By Helen Pass, MD, Director of Breast Surgery and Co-Director, Breast Center
Last week, the Society of Surgical Oncology, the American Society for Radiation Oncology, and the American Society of Clinical Oncology released a consensus statement clarifying how much normal tissue (margin) should be removed during a lumpectomy for ductal carcinoma in situ (DCIS). DCIS is the earliest form of breast cancer. “Ductal” means that the cancerous cells began in the milk duct. “In situ” refers to the fact that the cancer has not spread through the walls of the milk duct into the surrounding tissue.
After more than thirty years of follow-up, research has demonstrated that women who undergo lumpectomy have the same survival rates as those who undergo complete breast removal (mastectomy). When a lumpectomy is performed, the goal is to remove the tumor with a rim of normal breast tissue, the margin. It has long been debated how large a margin is necessary. Too large a margin may result in a poorer cosmetic outcome. Too small a margin may increase the risk of cancer coming back in the breast (local recurrence). If adequate clear margins are not obtained, repeat surgery is usually recommended. Nationally, re-excision rates have been reported as high as 50%.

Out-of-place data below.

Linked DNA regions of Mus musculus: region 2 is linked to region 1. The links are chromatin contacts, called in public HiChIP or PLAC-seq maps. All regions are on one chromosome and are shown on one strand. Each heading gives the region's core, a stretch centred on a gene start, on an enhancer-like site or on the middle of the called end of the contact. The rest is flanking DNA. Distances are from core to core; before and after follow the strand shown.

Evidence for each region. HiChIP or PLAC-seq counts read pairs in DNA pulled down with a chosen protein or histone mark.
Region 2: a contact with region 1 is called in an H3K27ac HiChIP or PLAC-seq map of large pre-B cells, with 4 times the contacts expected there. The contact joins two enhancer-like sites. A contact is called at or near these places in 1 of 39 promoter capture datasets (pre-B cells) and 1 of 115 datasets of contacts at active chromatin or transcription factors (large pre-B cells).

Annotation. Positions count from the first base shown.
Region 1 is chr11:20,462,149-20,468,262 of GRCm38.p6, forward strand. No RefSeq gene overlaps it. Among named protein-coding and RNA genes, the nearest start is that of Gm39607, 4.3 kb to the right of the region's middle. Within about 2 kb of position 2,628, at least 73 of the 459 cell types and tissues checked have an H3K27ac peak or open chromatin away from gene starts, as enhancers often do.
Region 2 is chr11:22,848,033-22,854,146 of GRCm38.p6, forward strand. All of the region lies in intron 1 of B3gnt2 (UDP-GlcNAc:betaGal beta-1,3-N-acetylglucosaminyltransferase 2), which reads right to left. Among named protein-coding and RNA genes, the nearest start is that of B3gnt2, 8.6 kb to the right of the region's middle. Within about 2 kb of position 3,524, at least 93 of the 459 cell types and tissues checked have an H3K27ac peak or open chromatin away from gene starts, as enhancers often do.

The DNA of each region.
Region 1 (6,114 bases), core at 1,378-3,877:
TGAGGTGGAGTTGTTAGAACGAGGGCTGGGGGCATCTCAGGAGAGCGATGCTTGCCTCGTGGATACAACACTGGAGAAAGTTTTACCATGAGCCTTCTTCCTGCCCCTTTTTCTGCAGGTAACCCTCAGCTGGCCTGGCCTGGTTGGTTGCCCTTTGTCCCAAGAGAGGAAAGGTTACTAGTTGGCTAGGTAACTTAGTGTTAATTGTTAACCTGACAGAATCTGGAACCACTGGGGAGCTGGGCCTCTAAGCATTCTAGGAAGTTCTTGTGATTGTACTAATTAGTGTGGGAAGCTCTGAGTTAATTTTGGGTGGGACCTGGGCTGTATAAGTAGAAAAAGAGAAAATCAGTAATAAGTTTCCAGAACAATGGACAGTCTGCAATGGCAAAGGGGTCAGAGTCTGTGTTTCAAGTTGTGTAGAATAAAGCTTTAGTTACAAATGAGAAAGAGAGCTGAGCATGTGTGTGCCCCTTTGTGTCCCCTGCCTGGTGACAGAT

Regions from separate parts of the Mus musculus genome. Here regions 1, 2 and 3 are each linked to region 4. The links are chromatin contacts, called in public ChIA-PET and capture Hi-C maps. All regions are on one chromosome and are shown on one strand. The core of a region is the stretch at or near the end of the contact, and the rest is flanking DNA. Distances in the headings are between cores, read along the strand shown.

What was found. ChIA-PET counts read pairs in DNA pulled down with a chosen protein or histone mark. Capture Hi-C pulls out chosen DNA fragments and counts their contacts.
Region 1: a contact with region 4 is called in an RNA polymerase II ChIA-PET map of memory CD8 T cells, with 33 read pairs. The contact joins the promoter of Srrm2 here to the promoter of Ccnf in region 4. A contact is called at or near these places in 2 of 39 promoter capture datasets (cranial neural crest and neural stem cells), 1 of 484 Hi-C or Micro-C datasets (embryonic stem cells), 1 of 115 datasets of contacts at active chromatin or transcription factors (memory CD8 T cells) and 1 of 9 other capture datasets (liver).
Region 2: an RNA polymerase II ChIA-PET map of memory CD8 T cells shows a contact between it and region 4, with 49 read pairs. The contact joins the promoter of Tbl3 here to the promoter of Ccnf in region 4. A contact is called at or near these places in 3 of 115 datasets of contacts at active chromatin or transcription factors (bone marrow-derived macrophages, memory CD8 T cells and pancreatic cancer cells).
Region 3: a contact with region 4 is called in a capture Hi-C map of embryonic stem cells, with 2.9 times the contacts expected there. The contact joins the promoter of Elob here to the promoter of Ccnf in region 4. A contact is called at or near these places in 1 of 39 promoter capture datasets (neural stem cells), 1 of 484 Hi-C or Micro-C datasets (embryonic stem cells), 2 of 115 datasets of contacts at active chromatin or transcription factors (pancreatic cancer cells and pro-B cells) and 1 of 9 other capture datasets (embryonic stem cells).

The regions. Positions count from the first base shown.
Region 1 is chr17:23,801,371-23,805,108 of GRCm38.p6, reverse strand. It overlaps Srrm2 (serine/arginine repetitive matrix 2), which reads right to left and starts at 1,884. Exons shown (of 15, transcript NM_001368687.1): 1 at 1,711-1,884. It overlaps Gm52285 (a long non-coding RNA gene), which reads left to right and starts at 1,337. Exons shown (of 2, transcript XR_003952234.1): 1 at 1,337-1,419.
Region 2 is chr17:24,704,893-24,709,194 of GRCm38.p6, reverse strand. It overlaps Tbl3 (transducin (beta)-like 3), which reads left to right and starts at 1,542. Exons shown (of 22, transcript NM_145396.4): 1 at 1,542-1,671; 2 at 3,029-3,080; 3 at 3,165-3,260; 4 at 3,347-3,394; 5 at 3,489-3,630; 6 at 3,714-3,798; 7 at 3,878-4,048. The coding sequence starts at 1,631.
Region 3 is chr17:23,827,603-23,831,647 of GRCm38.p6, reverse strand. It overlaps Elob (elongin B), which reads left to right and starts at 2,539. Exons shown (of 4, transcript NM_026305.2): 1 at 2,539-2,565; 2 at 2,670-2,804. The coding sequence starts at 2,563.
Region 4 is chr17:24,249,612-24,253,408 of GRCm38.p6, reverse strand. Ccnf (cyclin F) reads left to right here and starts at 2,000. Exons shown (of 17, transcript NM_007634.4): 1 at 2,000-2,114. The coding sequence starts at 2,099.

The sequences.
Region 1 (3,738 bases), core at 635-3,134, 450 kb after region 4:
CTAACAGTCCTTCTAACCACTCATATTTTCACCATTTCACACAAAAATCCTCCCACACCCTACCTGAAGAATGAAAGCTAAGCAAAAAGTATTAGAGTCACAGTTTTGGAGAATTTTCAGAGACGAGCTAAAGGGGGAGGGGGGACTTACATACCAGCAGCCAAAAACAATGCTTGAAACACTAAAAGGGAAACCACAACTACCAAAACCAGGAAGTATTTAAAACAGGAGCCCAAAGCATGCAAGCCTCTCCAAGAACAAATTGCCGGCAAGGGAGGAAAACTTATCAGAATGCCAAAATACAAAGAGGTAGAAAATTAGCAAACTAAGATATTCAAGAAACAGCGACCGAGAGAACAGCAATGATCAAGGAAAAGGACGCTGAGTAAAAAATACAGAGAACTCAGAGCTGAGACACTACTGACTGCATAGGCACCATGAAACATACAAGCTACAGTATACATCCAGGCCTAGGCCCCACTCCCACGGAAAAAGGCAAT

In 2014, margin guidelines were published for invasive breast cancer. These guidelines stated that for patients with early stage invasive breast cancer undergoing lumpectomy and radiation therapy, “no ink on tumor” is an acceptable margin. The recent DCIS statement recommends a 2 mm margin for DCIS. The reason these guidelines recommend a wider margin for DCIS than invasive breast cancer is because DCIS is much more likely to have multiple small areas of disease (skip lesions) rather than one large mass. Therefore, a negative margin for DCIS may be less accurate and a wider margin was recommended.
There are a few other important points. These guidelines apply to women having a lumpectomy and whole breast radiation. Without radiation therapy, the risk of the same cancer returning in the breast can be as high as 30-40%. However, there are certain situations when radiation therapy may not be recommended, depending on patient age, tumor grade, and other factors.
Also, the current consensus guideline notes that margins greater than 2 mm do not improve outcomes. However, there are some settings when a smaller margin may be acceptable or a larger margin may be desired. That is the reason that as with all clinical practice guidelines, the current statement is not a substitute for good clinical judgment, multidisciplinary case discussion, and individualized care.
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